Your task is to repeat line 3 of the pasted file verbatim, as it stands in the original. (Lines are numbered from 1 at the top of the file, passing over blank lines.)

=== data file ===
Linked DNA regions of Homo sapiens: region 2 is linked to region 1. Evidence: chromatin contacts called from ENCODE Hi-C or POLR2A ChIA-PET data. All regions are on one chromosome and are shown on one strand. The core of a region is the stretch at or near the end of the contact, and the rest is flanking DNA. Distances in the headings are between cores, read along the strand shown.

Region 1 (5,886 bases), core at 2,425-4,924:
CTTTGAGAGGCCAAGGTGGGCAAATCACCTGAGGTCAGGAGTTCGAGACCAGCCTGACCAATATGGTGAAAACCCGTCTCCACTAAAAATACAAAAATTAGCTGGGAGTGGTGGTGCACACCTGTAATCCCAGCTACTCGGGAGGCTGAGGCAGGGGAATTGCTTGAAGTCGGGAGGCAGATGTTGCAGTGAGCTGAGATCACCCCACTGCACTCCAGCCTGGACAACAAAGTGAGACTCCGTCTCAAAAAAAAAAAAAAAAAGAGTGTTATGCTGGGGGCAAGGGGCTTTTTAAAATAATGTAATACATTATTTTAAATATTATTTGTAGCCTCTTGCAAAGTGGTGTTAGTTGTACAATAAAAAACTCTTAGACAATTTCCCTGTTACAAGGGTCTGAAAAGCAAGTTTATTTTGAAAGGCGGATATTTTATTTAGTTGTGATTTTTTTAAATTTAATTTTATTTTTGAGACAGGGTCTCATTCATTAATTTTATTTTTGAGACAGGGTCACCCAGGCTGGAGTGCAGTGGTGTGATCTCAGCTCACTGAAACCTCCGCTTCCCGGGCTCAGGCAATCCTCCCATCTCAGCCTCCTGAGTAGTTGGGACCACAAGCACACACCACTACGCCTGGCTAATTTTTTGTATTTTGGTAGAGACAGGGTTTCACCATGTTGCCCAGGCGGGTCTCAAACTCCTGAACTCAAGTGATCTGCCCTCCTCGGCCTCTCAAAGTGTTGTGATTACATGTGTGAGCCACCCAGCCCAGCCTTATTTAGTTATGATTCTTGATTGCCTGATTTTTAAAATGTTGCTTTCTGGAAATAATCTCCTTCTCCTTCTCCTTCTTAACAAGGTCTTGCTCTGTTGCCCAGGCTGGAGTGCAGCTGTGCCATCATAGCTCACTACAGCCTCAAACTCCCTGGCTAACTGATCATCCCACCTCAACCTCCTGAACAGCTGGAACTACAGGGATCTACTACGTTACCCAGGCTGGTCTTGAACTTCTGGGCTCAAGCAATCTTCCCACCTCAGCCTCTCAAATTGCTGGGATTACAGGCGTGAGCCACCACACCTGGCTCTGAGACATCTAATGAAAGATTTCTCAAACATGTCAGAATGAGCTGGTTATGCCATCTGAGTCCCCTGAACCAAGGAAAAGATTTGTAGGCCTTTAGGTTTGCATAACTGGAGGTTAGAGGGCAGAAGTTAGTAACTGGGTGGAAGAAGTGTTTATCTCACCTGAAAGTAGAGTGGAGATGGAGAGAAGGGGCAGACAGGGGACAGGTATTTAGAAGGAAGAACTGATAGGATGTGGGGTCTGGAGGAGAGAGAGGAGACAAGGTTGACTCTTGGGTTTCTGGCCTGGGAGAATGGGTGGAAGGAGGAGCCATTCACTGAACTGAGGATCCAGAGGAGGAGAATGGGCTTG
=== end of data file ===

CTTTGAGAGGCCAAGGTGGGCAAATCACCTGAGGTCAGGAGTTCGAGACCAGCCTGACCAATATGGTGAAAACCCGTCTCCACTAAAAATACAAAAATTAGCTGGGAGTGGTGGTGCACACCTGTAATCCCAGCTACTCGGGAGGCTGAGGCAGGGGAATTGCTTGAAGTCGGGAGGCAGATGTTGCAGTGAGCTGAGATCACCCCACTGCACTCCAGCCTGGACAACAAAGTGAGACTCCGTCTCAAAAAAAAAAAAAAAAAGAGTGTTATGCTGGGGGCAAGGGGCTTTTTAAAATAATGTAATACATTATTTTAAATATTATTTGTAGCCTCTTGCAAAGTGGTGTTAGTTGTACAATAAAAAACTCTTAGACAATTTCCCTGTTACAAGGGTCTGAAAAGCAAGTTTATTTTGAAAGGCGGATATTTTATTTAGTTGTGATTTTTTTAAATTTAATTTTATTTTTGAGACAGGGTCTCATTCATTAATTTTATTTTTGAGACAGGGTCACCCAGGCTGGAGTGCAGTGGTGTGATCTCAGCTCACTGAAACCTCCGCTTCCCGGGCTCAGGCAATCCTCCCATCTCAGCCTCCTGAGTAGTTGGGACCACAAGCACACACCACTACGCCTGGCTAATTTTTTGTATTTTGGTAGAGACAGGGTTTCACCATGTTGCCCAGGCGGGTCTCAAACTCCTGAACTCAAGTGATCTGCCCTCCTCGGCCTCTCAAAGTGTTGTGATTACATGTGTGAGCCACCCAGCCCAGCCTTATTTAGTTATGATTCTTGATTGCCTGATTTTTAAAATGTTGCTTTCTGGAAATAATCTCCTTCTCCTTCTCCTTCTTAACAAGGTCTTGCTCTGTTGCCCAGGCTGGAGTGCAGCTGTGCCATCATAGCTCACTACAGCCTCAAACTCCCTGGCTAACTGATCATCCCACCTCAACCTCCTGAACAGCTGGAACTACAGGGATCTACTACGTTACCCAGGCTGGTCTTGAACTTCTGGGCTCAAGCAATCTTCCCACCTCAGCCTCTCAAATTGCTGGGATTACAGGCGTGAGCCACCACACCTGGCTCTGAGACATCTAATGAAAGATTTCTCAAACATGTCAGAATGAGCTGGTTATGCCATCTGAGTCCCCTGAACCAAGGAAAAGATTTGTAGGCCTTTAGGTTTGCATAACTGGAGGTTAGAGGGCAGAAGTTAGTAACTGGGTGGAAGAAGTGTTTATCTCACCTGAAAGTAGAGTGGAGATGGAGAGAAGGGGCAGACAGGGGACAGGTATTTAGAAGGAAGAACTGATAGGATGTGGGGTCTGGAGGAGAGAGAGGAGACAAGGTTGACTCTTGGGTTTCTGGCCTGGGAGAATGGGTGGAAGGAGGAGCCATTCACTGAACTGAGGATCCAGAGGAGGAGAATGGGCTTG